On February 24, 2012, the Superior Court rendered the first
decision in Quebec on the application of the new provisions of the
Securities Act (the "Act")
regarding secondary market liability (121851 Canada inc. c. Theratechnologies inc.
– available in French only). With this decision, the
Plaintiff, 121751 Canada Inc., was granted the authorization to
bring an action for damages under section 225.4 of the Act and
to do so by way of a class action.
In this case, the Plaintiff alleges that the Respondent,
Theratechnologies, failed to disclose a material change in its
business, operations or capital in the course of the approval
process surrounding its lead drug, tesamorelin, by the Food and
Theratechnologies sought from the Court of Appeal permission to
appeal this judgement on the grounds that the Superior Court, even
though it acknowledged that the authorization mechanism provided in
the Act differs from that governing class actions, failed to apply
it correctly. Indeed, section 225.4 of the Act provides that an
authorization must be applied for prior to bringing an action under
the secondary market liability regime set out in
sections 225.2 ss. of the Act. In order to obtain such court
authorization, the plaintiff must demonstrate that "the action
is in good faith and there is a reasonable possibility that it will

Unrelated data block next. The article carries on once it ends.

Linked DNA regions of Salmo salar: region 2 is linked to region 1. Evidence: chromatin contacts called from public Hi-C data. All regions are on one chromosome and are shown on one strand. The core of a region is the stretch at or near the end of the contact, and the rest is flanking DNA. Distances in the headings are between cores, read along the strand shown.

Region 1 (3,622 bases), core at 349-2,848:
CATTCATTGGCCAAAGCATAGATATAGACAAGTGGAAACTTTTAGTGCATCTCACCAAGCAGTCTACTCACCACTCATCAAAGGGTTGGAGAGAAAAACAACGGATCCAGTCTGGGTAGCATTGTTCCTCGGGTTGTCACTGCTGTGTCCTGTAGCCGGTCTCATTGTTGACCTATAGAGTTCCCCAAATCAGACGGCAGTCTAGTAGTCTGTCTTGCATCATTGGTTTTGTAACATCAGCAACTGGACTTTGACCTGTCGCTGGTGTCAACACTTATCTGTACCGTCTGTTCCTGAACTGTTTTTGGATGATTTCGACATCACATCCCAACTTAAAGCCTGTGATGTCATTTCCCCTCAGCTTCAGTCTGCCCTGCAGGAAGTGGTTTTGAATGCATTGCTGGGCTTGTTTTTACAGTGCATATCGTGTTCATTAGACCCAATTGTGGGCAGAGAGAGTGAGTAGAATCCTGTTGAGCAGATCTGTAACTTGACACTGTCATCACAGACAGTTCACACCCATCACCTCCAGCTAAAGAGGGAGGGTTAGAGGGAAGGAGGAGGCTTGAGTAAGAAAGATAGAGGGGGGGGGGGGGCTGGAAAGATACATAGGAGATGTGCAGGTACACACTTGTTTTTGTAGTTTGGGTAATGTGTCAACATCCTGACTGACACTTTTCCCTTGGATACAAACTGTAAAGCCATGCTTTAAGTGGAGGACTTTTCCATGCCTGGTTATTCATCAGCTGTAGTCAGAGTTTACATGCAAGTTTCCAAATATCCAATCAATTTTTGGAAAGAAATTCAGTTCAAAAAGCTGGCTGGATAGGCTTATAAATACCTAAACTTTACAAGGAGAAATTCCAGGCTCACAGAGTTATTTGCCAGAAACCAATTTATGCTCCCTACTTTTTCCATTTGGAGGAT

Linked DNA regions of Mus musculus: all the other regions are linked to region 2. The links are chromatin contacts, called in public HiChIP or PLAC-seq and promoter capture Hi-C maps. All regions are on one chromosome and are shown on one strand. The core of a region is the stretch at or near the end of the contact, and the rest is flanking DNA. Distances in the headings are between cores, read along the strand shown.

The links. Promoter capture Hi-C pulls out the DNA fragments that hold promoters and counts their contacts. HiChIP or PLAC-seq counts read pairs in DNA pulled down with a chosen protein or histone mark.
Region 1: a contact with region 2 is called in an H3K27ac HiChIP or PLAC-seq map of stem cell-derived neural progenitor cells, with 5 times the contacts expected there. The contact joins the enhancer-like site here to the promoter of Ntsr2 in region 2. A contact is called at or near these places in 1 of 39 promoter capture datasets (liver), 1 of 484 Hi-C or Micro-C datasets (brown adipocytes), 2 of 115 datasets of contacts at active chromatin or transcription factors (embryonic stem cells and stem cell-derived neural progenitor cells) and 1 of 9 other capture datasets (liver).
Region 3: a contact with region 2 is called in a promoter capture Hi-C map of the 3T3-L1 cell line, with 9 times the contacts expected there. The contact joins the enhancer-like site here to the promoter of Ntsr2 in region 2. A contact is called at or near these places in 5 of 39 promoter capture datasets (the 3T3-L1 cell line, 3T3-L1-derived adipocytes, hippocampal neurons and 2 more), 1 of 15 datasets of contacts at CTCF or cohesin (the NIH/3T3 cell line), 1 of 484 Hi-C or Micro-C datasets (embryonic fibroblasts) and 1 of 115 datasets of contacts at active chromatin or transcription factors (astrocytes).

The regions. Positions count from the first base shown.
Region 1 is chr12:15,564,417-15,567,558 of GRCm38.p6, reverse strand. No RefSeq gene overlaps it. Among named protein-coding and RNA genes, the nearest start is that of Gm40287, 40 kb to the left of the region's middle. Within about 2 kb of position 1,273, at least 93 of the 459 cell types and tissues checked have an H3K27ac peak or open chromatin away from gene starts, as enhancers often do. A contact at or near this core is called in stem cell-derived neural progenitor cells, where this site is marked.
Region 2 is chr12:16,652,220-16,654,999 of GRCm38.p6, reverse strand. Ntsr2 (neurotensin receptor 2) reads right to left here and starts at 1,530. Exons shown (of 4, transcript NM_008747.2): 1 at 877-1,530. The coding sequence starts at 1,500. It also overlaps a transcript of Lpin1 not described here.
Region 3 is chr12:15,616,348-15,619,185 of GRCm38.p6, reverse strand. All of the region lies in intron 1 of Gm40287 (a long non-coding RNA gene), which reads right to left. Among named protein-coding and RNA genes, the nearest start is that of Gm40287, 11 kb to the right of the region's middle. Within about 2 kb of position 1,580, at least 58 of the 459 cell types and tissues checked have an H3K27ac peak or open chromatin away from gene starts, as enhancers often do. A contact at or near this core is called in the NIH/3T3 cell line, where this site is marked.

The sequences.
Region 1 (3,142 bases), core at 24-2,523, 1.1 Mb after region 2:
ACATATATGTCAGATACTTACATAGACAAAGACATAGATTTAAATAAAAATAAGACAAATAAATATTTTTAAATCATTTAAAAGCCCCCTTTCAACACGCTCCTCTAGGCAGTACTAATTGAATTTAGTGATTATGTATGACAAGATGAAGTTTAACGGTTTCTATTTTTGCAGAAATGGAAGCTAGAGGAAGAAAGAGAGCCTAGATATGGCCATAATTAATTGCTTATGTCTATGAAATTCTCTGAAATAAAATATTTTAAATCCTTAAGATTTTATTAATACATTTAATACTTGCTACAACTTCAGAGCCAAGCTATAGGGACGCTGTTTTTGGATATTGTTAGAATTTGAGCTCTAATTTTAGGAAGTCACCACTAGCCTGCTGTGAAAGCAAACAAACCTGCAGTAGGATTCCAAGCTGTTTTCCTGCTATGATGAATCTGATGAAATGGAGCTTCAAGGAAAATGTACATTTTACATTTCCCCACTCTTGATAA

be resolved in favour of the plaintiff".
Given the obvious attention generated by this matter, the motion
seeking permission to appeal was exceptionally referred to a
three-judge bench, that will have to decide whether to grant the
motion or not and, if applicable, to pass upon the merits of the
On January 24, 2013, the Court of Appeal heard the parties,
both on the leave to appeal from a judgement rendered under
section 225.4 of the Act and on the merits of the appeal of
the trial decision.
If leave to appeal is granted, the Court of Appeal will be
called upon to decide upon the following issues, which will
certainly garner the attention of relevant authorities in other
Can a judgement authorizing the institution of an action under
section 225.4 of the Act be appealed with leave (s. 29
and 511 C.c.p.)?
Must the analysis of the evidence under the authorization
mechanism provided for in section 225.4 of the Act show more
than a mere colour of right?
What constitutes a "material change" triggering a
reporting issuer's continuous disclosure obligation?
Does 121751 Canada Inc. have a reasonable chance of proving
that a material change occurred in the business, operations or
capital of Theratechnologies which triggered its continuous
It's not often that our little blog intersects with such titanic struggles as the U.S. presidential race – and by using the term "titanic" I certainly don't mean to suggest that anything disastrous is in the future.
J.J. v. C.C., is an interesting case in which the court held that an automotive garage owes a duty to minor children to secure the vehicles on the premises by locking the cars and safely storing the car keys...
In Irwin v. Alberta Veterinary Medical Association, 2015 ABCA 396, the Alberta Court of Appeal found that the "ABVMA" failed to afford procedural fairness to a veterinarian undergoing an incapacity assessment.
Register for Access and our Free Biweekly Alert for
This service is completely free. Access 250,000 archived articles from 100+ countries and get a personalised email twice a week covering developments (and yes, our lawyers like to think you’ve read our Disclaimer).